I try to make training a part of my schedule because of this urgency and need. Being a beneficiary of training, I consider it critical that we give writers, editors, and publishers the opportunity to grow and effectively make their contribution to the body of Christian literature needed to nurture faith and Christian living. I must add that my involvement with MAI over two decades has enhanced this desire, for as we receive invitation around the world and through our flagship training conference LittWorld, the opportunity has been given me to embark on training.
Then, how? Thanks to the Lord for the strength and guidance. As for making time to do this in the midst of my other roles as writer, editor, and publisher, the saying is true: "where there is a will, there is a way." But the will alone wouldn't accomplish much without the Lord providing the strength, safety, and protection to embark on journeys. Malaria, for example, can stop you in your tracks and quench all desire to step out! But the Lord has been good in providing good health for training activities. Also, I'm grateful to my board members and staff who believe with me that efforts put into training is part of our work and calling. Thanks also for MAI for the opportunity and the support.
Part of my training activities include raising other trainers. In Ghana, I have a crop of other trainers I'm encouraging to take on some training assignments. My goal is to build a good number of such senior writers and editors whom I can confidently "send" out to conduct training. This calls for regular train-the-trainer sessions and mentoring.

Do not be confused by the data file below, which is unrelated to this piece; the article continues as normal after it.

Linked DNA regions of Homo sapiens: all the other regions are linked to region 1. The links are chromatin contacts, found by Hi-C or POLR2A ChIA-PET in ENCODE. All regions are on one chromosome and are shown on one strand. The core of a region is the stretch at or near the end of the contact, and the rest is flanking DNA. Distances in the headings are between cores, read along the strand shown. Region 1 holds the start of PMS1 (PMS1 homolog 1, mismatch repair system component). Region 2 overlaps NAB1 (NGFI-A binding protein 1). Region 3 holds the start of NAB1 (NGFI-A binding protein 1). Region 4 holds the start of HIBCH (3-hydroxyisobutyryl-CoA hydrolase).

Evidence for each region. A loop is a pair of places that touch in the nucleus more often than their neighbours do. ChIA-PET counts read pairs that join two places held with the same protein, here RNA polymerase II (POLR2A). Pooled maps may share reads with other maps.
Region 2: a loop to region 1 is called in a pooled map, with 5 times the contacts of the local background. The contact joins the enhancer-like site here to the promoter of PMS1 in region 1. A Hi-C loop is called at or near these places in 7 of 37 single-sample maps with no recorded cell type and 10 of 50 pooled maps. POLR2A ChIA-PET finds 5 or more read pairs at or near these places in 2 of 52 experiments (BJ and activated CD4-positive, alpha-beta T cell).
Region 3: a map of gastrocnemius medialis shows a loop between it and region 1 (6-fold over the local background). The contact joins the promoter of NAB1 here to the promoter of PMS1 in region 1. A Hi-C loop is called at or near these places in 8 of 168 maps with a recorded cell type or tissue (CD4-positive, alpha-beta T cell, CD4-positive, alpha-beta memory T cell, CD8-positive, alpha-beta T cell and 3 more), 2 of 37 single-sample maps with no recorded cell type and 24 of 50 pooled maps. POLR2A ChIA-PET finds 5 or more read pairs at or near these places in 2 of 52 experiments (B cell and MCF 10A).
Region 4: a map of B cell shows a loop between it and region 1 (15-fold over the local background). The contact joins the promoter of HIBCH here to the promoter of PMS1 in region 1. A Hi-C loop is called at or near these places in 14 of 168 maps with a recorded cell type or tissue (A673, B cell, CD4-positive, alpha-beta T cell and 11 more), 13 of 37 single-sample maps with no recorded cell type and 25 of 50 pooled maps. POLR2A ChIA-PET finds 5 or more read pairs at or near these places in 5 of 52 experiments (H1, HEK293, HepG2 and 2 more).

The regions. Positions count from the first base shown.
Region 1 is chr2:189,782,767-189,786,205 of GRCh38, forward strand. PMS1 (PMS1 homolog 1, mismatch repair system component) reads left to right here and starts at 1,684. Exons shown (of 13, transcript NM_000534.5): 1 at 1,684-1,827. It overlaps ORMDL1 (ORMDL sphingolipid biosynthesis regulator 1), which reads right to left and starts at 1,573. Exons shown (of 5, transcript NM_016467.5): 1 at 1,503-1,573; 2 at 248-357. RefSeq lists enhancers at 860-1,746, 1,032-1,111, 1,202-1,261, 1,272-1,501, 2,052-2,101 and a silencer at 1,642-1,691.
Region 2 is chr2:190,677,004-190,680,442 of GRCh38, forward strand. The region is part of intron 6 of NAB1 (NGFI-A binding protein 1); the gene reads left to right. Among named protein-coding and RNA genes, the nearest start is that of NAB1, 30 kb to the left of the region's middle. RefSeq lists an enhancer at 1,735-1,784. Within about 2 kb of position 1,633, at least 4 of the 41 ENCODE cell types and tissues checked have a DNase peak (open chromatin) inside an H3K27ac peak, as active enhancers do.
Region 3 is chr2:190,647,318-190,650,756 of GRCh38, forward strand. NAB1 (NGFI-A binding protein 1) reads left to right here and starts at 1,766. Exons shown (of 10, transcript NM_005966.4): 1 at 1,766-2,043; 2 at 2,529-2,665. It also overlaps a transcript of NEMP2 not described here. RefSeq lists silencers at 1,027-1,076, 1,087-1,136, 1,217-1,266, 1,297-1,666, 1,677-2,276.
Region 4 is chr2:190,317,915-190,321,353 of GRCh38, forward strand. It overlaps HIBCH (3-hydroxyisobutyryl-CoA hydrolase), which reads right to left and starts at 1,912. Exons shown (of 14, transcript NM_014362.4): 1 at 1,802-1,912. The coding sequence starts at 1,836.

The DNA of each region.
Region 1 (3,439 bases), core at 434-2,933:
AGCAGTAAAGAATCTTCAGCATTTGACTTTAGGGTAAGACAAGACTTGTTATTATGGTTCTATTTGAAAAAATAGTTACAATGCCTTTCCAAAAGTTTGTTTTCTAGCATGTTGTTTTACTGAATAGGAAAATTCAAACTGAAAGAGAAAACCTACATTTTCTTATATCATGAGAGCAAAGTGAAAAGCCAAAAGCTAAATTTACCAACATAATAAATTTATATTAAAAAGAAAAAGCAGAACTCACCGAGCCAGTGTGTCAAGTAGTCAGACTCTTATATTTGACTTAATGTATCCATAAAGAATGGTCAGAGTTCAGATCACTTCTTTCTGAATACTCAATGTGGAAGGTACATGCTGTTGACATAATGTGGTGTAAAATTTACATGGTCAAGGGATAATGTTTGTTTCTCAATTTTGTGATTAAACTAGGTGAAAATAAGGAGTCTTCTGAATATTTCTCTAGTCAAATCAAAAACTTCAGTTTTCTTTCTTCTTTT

JOHN: Can you remember an especially gratifying experience from one of your training workshops?
LAWRENCE:  After co-teaching a session at the renowned Christian Writers' Conference in California, I got the impression that I didn't communicate as well as I would have loved to do. I had a feeling that perhaps my message was trite and uninspiring. Whenever I feel this way after a training session I've learnt to commit the entire situation to God Who I believe sent me. 
That week, I was browsing the net when I stumbled over a writer's blog with a linkage to the Christian Writers Conference in California. I was stunned to find my name in her blog. The writer was in the session I taught. In the blog, she cited an analogy I gave about writing that she testified addressed a key struggle in her writing life.